Uncle Pirate showed up at our house early one November morning with Clyde, his parrot.

“I wish you’d called to tell us you were coming,” Mom mumbled.

“That would have ruined the surprise. Besides, I hardly knew I was coming until I got here.” He hugged Mom and pulled a string of pearls from his pocket.

“For you.”

“May I take your sword?” Mom asked.

“You may not. A pirate cannot be without his sword.”


“Your hat?”

“I suppose.” He removed it and for a second, I thought he was going to put it back on, but he handed it to Mom.

I‘d heard Mom and Dad talk about Uncle Pirate, but had never met him. I knew he was named Duncan, but preferred being called ‘Pirate.’ His ship was Devil’s Claw and he sailed around the Caribbean with a crew, taking tourists from one island to another, telling tales about long ago pirate adventures.

Uncle Pirate was a few inches taller than Dad with a dark mustache and curly black hair that fell to his shoulders. He wore a red velvet coat, old fashioned pants called breeches and had a silver sword strapped to his side.

“You look like a pirate,” I told him. “Why don’t you talk like one?”

“Aargh, matey!” Uncle Pirate laughed. “Even a pirate needs a vacation from pirate talk now and then.”


“Did I hear you say vacation?” Mom called from the kitchen.

“Just overnight. It isn’t long enough, but it will have to do.”

Mom poked her head into the living room. She looked worried. “Les and I are going out to dinner and a movie tonight.”

“Great!” Uncle Pirate said. “I’ll stay here with Georgie and we’ll have a good time. That OK with you?”

He wasn’t talking to Mom, he was asking me.



As soon as Mom and Dad left, Uncle Pirate asked what I wanted for dinner. “Mom left a tuna casserole.”

“Well it’s my vacation and I want vacation food. I’m going to surprise you.” He scrolled through his phone and made a few calls. Soon a pizza arrived. Then a large order of tacos. A few minutes later, a chocolate ice cream cake. Too much food for just us.

“Call your friends.”

Soon every kid in the neighborhood was around the dining room table. Clyde yelled “Landlubber! Landlubber” at the top of his parrot lungs. Everybody laughed.

“Who wants to learn how to fence?” Uncle Pirate shouted when we finished eating. Every hand went up. He looked around for something that would serve as pretend swords. “Curtain rods!” I didn’t think that was a good idea, but before I could say anything, he pulled them from the kitchen windows.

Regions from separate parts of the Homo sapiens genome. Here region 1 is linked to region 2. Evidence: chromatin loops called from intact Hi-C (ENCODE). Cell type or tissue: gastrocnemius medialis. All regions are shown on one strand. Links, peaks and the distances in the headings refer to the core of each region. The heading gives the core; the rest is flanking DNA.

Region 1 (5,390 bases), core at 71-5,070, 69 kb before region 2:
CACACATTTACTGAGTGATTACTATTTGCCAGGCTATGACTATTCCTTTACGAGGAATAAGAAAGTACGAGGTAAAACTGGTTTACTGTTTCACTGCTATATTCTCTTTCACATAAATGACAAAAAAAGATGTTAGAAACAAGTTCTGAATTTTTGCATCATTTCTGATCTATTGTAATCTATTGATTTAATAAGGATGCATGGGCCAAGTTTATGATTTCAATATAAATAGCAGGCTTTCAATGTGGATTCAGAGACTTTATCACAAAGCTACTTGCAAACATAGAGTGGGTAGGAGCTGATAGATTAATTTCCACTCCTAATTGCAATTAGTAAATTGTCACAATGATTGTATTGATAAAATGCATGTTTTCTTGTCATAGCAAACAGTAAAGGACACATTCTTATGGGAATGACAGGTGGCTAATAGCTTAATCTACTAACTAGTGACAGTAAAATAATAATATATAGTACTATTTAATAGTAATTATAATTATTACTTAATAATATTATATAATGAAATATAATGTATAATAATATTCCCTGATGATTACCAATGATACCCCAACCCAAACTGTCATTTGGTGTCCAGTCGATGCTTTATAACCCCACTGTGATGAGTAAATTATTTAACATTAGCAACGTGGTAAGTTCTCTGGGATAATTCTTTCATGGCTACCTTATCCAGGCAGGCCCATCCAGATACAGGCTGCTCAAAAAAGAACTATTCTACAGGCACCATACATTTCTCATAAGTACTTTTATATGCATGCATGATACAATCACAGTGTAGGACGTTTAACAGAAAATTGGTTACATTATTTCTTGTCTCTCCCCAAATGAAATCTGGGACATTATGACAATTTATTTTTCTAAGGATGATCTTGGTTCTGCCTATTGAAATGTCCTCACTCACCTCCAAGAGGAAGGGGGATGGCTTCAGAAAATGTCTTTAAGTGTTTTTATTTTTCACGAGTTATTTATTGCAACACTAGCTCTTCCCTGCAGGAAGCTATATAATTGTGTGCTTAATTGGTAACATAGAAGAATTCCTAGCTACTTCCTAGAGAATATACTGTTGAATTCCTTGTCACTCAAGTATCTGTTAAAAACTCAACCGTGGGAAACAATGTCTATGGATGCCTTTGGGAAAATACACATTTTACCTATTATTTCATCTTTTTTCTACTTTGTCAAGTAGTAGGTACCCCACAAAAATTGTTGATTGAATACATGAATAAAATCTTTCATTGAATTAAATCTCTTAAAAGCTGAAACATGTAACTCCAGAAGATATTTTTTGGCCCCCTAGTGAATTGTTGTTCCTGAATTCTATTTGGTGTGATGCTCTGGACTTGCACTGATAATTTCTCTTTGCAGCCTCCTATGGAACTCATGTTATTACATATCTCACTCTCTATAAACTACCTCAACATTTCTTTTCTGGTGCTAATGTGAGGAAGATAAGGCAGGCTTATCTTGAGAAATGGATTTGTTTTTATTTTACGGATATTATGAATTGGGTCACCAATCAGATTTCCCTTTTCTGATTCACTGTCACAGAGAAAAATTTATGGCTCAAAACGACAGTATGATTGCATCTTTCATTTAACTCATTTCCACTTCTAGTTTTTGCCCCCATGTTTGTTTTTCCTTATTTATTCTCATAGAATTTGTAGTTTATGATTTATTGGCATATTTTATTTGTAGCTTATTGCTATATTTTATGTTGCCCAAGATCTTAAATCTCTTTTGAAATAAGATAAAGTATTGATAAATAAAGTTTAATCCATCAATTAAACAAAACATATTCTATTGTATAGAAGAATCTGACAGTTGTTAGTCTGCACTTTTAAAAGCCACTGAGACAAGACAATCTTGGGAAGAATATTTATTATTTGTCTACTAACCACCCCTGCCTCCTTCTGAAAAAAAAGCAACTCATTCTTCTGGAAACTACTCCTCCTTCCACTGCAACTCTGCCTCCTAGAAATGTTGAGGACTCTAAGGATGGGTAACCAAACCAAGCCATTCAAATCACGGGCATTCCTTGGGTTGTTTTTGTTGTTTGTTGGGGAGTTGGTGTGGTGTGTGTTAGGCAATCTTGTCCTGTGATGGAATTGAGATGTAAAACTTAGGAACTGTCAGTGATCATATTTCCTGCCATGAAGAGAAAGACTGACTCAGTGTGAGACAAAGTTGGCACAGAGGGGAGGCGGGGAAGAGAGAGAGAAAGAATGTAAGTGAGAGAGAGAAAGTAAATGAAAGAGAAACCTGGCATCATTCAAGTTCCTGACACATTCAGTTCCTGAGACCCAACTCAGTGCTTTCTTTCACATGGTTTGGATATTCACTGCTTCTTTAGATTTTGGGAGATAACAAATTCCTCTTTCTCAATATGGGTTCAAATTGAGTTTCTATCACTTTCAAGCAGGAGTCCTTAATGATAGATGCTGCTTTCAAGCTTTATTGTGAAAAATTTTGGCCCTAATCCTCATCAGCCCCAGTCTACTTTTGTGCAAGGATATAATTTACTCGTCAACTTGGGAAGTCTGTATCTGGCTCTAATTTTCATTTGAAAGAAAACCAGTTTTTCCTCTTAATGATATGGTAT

My friend Lacey and I went first. Uncle Pirate showed us a few moves. We tried to copy them. Down went the floor lamp in the living room.


“Maybe we shouldn’t be doing this inside,” Uncle Pirate decided. “Let’s play walk the plank instead.”

“We don’t have a plank, Uncle Pirate.” I looked at the clock. Mom and Dad were not going to be happy when they got home.

“The dining room table can be the plank. Everybody gets to jump off once. Then the party’s over.”

One by one, each of us walked across the dining room table and jumped onto the carpet, giggling.

“You’re all pirates now,” announced Uncle Pirate “And now we need some pirate help.”

The house was a mess. Melted chocolate ice cream on the kitchen counters. Curtains in a heap. Crumbled taco shells on the floor. Smudges on the dining room table.

“Pirate cleaning crew, unite!” Uncle Pirate assigned tasks — scrub the counter, vacuum the floor, polish the dining room table, pick up the fallen lamp. He
hung the kitchen curtains and inspected the house. Everything looked good, maybe even better than when Mom and Dad left.

I peeked down the stairs when Mom and Dad came in. Uncle Pirate greeted them. Mom looked surprised. “Everything looks fine.”

“Of course it does,” said Uncle Pirate. “What did you expect?”

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